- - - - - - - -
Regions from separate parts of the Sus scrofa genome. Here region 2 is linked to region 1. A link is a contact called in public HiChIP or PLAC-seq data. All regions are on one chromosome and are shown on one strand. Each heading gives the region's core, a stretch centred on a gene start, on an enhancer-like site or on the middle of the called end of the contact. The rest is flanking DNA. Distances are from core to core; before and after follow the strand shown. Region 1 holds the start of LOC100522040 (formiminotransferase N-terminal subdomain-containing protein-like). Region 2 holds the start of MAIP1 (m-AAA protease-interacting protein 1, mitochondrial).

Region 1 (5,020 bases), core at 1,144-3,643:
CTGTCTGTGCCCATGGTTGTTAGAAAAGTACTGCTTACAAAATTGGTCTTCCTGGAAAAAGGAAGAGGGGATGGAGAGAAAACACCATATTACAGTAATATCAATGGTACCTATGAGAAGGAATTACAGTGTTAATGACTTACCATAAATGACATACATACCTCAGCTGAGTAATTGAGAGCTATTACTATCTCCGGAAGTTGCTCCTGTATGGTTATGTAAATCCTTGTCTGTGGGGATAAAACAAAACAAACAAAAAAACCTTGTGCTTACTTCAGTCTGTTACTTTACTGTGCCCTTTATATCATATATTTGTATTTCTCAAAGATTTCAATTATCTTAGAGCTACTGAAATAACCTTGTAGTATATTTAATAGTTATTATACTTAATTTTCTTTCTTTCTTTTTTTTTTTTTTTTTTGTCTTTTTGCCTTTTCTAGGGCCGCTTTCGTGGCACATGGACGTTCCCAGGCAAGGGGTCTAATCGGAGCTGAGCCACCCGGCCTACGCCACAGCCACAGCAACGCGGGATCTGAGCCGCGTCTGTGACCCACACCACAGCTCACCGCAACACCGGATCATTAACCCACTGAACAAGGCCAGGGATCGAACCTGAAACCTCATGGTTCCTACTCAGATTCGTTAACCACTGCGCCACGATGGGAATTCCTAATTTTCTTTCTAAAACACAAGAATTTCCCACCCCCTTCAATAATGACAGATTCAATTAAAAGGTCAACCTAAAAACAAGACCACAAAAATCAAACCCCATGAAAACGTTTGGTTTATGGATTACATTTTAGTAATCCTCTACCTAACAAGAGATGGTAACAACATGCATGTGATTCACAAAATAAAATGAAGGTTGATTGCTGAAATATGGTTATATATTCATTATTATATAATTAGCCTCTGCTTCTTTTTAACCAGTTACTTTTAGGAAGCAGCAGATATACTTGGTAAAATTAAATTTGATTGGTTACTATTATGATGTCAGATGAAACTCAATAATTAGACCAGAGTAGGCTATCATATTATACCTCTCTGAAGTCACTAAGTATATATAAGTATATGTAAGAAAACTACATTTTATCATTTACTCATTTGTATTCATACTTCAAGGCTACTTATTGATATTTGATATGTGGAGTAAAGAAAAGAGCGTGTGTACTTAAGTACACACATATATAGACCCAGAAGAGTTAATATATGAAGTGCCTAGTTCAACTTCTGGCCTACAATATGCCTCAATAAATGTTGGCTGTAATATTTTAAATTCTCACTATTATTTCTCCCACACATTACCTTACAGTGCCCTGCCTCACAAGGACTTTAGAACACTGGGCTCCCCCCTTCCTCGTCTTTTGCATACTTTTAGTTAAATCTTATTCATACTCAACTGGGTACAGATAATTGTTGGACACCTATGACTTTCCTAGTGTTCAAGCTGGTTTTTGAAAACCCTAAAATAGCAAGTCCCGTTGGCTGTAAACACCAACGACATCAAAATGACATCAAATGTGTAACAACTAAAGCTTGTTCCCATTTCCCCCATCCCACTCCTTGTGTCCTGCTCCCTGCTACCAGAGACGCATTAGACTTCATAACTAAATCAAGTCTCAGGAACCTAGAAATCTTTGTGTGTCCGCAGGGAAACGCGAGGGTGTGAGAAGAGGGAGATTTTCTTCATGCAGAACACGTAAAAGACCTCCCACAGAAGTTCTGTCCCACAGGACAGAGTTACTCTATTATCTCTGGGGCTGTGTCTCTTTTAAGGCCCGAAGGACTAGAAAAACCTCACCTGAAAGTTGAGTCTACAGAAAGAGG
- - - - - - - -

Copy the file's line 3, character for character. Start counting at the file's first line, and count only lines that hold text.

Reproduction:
CTGTCTGTGCCCATGGTTGTTAGAAAAGTACTGCTTACAAAATTGGTCTTCCTGGAAAAAGGAAGAGGGGATGGAGAGAAAACACCATATTACAGTAATATCAATGGTACCTATGAGAAGGAATTACAGTGTTAATGACTTACCATAAATGACATACATACCTCAGCTGAGTAATTGAGAGCTATTACTATCTCCGGAAGTTGCTCCTGTATGGTTATGTAAATCCTTGTCTGTGGGGATAAAACAAAACAAACAAAAAAACCTTGTGCTTACTTCAGTCTGTTACTTTACTGTGCCCTTTATATCATATATTTGTATTTCTCAAAGATTTCAATTATCTTAGAGCTACTGAAATAACCTTGTAGTATATTTAATAGTTATTATACTTAATTTTCTTTCTTTCTTTTTTTTTTTTTTTTTTGTCTTTTTGCCTTTTCTAGGGCCGCTTTCGTGGCACATGGACGTTCCCAGGCAAGGGGTCTAATCGGAGCTGAGCCACCCGGCCTACGCCACAGCCACAGCAACGCGGGATCTGAGCCGCGTCTGTGACCCACACCACAGCTCACCGCAACACCGGATCATTAACCCACTGAACAAGGCCAGGGATCGAACCTGAAACCTCATGGTTCCTACTCAGATTCGTTAACCACTGCGCCACGATGGGAATTCCTAATTTTCTTTCTAAAACACAAGAATTTCCCACCCCCTTCAATAATGACAGATTCAATTAAAAGGTCAACCTAAAAACAAGACCACAAAAATCAAACCCCATGAAAACGTTTGGTTTATGGATTACATTTTAGTAATCCTCTACCTAACAAGAGATGGTAACAACATGCATGTGATTCACAAAATAAAATGAAGGTTGATTGCTGAAATATGGTTATATATTCATTATTATATAATTAGCCTCTGCTTCTTTTTAACCAGTTACTTTTAGGAAGCAGCAGATATACTTGGTAAAATTAAATTTGATTGGTTACTATTATGATGTCAGATGAAACTCAATAATTAGACCAGAGTAGGCTATCATATTATACCTCTCTGAAGTCACTAAGTATATATAAGTATATGTAAGAAAACTACATTTTATCATTTACTCATTTGTATTCATACTTCAAGGCTACTTATTGATATTTGATATGTGGAGTAAAGAAAAGAGCGTGTGTACTTAAGTACACACATATATAGACCCAGAAGAGTTAATATATGAAGTGCCTAGTTCAACTTCTGGCCTACAATATGCCTCAATAAATGTTGGCTGTAATATTTTAAATTCTCACTATTATTTCTCCCACACATTACCTTACAGTGCCCTGCCTCACAAGGACTTTAGAACACTGGGCTCCCCCCTTCCTCGTCTTTTGCATACTTTTAGTTAAATCTTATTCATACTCAACTGGGTACAGATAATTGTTGGACACCTATGACTTTCCTAGTGTTCAAGCTGGTTTTTGAAAACCCTAAAATAGCAAGTCCCGTTGGCTGTAAACACCAACGACATCAAAATGACATCAAATGTGTAACAACTAAAGCTTGTTCCCATTTCCCCCATCCCACTCCTTGTGTCCTGCTCCCTGCTACCAGAGACGCATTAGACTTCATAACTAAATCAAGTCTCAGGAACCTAGAAATCTTTGTGTGTCCGCAGGGAAACGCGAGGGTGTGAGAAGAGGGAGATTTTCTTCATGCAGAACACGTAAAAGACCTCCCACAGAAGTTCTGTCCCACAGGACAGAGTTACTCTATTATCTCTGGGGCTGTGTCTCTTTTAAGGCCCGAAGGACTAGAAAAACCTCACCTGAAAGTTGAGTCTACAGAAAGAGG